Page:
The Court in Lebel summarized the principles underlying a determination whether a non-resident defendant is subject to specific personal jurisdiction.

In the context of specific jurisdiction, the minimum contacts inquiry must focus on the relationship among the defendant, the forum and the litigation. The "minimum contacts" requirement is satisfied so long as the contacts resulted from the defendant's purposeful conduct and not the unilateral activities of the plaintiff.

This "purposeful availment" requirement ensures that a defendant will not be haled into a jurisdiction solely as a result of "random," "fortuitous," or "attenuated" contacts. The question is whether the defendant's conduct and connection with the forum State are such that he should reasonably anticipate being haled into court there.

[Id. at 323-24. (citations omitted).]

Considering whether a defendant has had sufficient contacts with the forum state requires a fact-sensitive analysis. Burger King Corp. v. Rudzewicz, 471 U.S. 462, 485-86, 105 S.Ct. 2174, 2189, 85 L.Ed. 2d 528, 549 (in which the Court "reject[ed] any talismanic jurisdictional formulas; the facts of each case must always be weighed in determining whether personal jurisdiction would comport with fair play and substantial justice"). Such a fact-sensitive analysis is particularly necessary when a party attempts to assert jurisdiction over a non-resident attorney based upon allegedly deficient legal services rendered to that party in another forum. See, Dave R. Bonelli, Annotation, In Personam Jurisdiction, Under Long-Arm Statute, over Nonresident Attorney in Legal Malpractice Action, 23 A.L.R.4th 1044.

In the face of Stanton's assertion that New Jersey lacked personal jurisdiction over it, the burden rested upon Dana to establish such jurisdiction. Carteret Sav. Bank, F.A. v. Shushan, 954 F.2d 141, 146 (3d Cir. 1992); Wartsila NSD North America v. Hill Intern., Inc., 269 F. Supp. 2d 547 (D.N.J. 2003); Citibank v. Simpson, supra, 290 N.J. Super. at 533.

This court has addressed the question twice in reported opinions, Citibank v. Simpson, supra, and Washington v. Magazzu, 216 N.J. Super. 23 (1987). In Citibank, the plaintiff bank was attempting to collect the balance due for funds it had advanced in connection with the purchase of certain New York real estate pursuant to the terms of a private placement memorandum. 290 N.J. Super. at 524. Defendant, in turn, filed third-party complaints against various parties involved in the transaction, including the attorneys. Id. at 524-25. None of the third-party defendants resided, did business, or "ha[d] an ascertainable presence in New Jersey." Id. at 526. The trial court denied their motion to dismiss for lack of personal jurisdiction, and we granted leave to appeal. Id. at 524. We reversed the trial court's order and remanded for further proceedings because the trial court had ruled on the motion without deciding the contested factual assertions of the parties with regard to the nature of the contacts the movants had with New Jersey. Ibid.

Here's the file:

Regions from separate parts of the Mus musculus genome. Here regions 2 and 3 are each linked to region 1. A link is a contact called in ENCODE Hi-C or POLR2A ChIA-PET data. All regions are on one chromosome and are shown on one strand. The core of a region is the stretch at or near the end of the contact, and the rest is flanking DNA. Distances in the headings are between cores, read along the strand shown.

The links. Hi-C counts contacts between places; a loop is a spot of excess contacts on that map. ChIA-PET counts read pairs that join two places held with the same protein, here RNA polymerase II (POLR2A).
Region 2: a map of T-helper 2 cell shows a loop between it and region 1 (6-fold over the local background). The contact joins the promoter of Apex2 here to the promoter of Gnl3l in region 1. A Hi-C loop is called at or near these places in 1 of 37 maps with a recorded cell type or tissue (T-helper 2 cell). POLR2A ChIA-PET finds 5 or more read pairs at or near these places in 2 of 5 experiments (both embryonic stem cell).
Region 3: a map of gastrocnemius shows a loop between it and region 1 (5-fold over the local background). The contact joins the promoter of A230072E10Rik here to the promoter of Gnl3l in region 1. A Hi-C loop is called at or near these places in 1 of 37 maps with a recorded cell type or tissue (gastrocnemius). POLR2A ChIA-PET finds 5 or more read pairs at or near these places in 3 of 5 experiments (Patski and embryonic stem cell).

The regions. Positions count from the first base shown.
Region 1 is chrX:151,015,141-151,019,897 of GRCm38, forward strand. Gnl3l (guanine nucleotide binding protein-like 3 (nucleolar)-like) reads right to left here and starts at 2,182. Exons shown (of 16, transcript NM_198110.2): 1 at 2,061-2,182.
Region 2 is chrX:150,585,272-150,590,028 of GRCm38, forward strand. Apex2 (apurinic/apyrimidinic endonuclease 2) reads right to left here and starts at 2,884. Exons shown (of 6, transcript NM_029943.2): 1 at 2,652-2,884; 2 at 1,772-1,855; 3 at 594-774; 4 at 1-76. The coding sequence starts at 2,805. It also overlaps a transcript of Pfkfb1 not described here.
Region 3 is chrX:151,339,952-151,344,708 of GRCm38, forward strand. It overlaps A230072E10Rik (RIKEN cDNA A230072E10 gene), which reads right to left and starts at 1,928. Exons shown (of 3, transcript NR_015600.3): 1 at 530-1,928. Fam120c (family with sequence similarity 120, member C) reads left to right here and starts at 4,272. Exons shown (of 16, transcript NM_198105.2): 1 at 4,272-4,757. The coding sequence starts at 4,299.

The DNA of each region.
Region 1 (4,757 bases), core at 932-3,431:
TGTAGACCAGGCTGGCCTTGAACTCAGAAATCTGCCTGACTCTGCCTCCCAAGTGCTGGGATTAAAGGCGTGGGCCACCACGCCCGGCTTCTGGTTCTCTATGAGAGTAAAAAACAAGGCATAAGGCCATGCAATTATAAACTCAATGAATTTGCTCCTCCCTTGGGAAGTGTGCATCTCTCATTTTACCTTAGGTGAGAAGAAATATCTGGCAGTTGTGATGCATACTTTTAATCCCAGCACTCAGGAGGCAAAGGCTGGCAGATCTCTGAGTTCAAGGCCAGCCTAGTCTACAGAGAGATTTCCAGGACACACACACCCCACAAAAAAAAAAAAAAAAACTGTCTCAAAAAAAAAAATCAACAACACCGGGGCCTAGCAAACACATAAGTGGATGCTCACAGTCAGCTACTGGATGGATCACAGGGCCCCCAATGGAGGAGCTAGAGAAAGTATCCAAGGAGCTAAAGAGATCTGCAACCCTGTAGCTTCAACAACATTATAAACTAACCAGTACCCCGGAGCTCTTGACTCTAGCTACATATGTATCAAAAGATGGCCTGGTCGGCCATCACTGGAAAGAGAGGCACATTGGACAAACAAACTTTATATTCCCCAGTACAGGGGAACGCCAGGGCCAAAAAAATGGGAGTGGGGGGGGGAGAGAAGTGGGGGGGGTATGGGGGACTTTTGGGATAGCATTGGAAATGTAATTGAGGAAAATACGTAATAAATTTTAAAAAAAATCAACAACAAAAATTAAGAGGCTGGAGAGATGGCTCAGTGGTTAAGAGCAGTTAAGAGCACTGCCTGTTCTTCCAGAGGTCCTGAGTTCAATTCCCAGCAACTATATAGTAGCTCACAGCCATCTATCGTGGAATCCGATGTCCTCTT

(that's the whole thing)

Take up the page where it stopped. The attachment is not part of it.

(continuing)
In Washington, supra, the plaintiffs sued defendant Magazzu, a New Jersey attorney, and John Wicker, a Virginia attorney, for legal malpractice in connection with a medical malpractice action the plaintiffs wished to pursue in Virginia relating to the death of their daughter in a Virginia hospital. 216 N.J. Super. at 25. On appeal, although we considered Wicker's course of correspondence with New Jersey counsel to constitute sufficient contacts, we reversed the trial court's order denying Wicker's motion to dismiss for lack of personal jurisdiction. Id. at 28. We noted that "[t]he fact that a nonresident lawyer's alleged malpractice affected clients who happen to live in the forum state has not been considered a dominant jurisdictional factor." Id. at 29.

The federal courts have also had occasion to consider the question. In Carteret Savings, supra, the court found personal jurisdiction in New Jersey over Louisiana attorneys who had acted as local counsel for the bank in connection with a Louisiana real estate transaction. 954 F.2d at 142. Critical to the court's analysis, however, was the allegation that the attorney in question traveled to New Jersey to meet with his client, Carteret, about the loan documents and during the course of that meeting fraudulently concealed from the bank certain crucial modifications he had made, as well as the fact that he had a prior professional relationship with another party involved in the transaction who happened to benefit from those modifications. Id. at 147.